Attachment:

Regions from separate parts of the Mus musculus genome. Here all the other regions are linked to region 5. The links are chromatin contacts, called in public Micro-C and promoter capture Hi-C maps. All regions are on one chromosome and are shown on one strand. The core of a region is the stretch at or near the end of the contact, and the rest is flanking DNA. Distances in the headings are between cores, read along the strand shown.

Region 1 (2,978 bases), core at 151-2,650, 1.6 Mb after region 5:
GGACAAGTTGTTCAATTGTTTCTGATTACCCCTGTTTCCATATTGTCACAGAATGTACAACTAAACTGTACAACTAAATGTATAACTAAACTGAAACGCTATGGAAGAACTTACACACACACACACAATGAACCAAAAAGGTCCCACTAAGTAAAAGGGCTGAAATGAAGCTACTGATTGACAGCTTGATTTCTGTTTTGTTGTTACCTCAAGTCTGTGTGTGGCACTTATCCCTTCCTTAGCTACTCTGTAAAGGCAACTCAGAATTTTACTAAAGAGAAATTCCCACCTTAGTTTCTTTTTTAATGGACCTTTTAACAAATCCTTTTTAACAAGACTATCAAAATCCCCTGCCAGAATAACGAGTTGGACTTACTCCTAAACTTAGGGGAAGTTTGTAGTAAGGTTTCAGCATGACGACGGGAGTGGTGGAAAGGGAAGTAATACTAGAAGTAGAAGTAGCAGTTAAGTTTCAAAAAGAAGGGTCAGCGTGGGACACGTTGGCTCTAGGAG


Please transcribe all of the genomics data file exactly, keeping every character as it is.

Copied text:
Regions from separate parts of the Mus musculus genome. Here all the other regions are linked to region 5. The links are chromatin contacts, called in public Micro-C and promoter capture Hi-C maps. All regions are on one chromosome and are shown on one strand. The core of a region is the stretch at or near the end of the contact, and the rest is flanking DNA. Distances in the headings are between cores, read along the strand shown.

Region 1 (2,978 bases), core at 151-2,650, 1.6 Mb after region 5:
GGACAAGTTGTTCAATTGTTTCTGATTACCCCTGTTTCCATATTGTCACAGAATGTACAACTAAACTGTACAACTAAATGTATAACTAAACTGAAACGCTATGGAAGAACTTACACACACACACACAATGAACCAAAAAGGTCCCACTAAGTAAAAGGGCTGAAATGAAGCTACTGATTGACAGCTTGATTTCTGTTTTGTTGTTACCTCAAGTCTGTGTGTGGCACTTATCCCTTCCTTAGCTACTCTGTAAAGGCAACTCAGAATTTTACTAAAGAGAAATTCCCACCTTAGTTTCTTTTTTAATGGACCTTTTAACAAATCCTTTTTAACAAGACTATCAAAATCCCCTGCCAGAATAACGAGTTGGACTTACTCCTAAACTTAGGGGAAGTTTGTAGTAAGGTTTCAGCATGACGACGGGAGTGGTGGAAAGGGAAGTAATACTAGAAGTAGAAGTAGCAGTTAAGTTTCAAAAAGAAGGGTCAGCGTGGGACACGTTGGCTCTAGGAG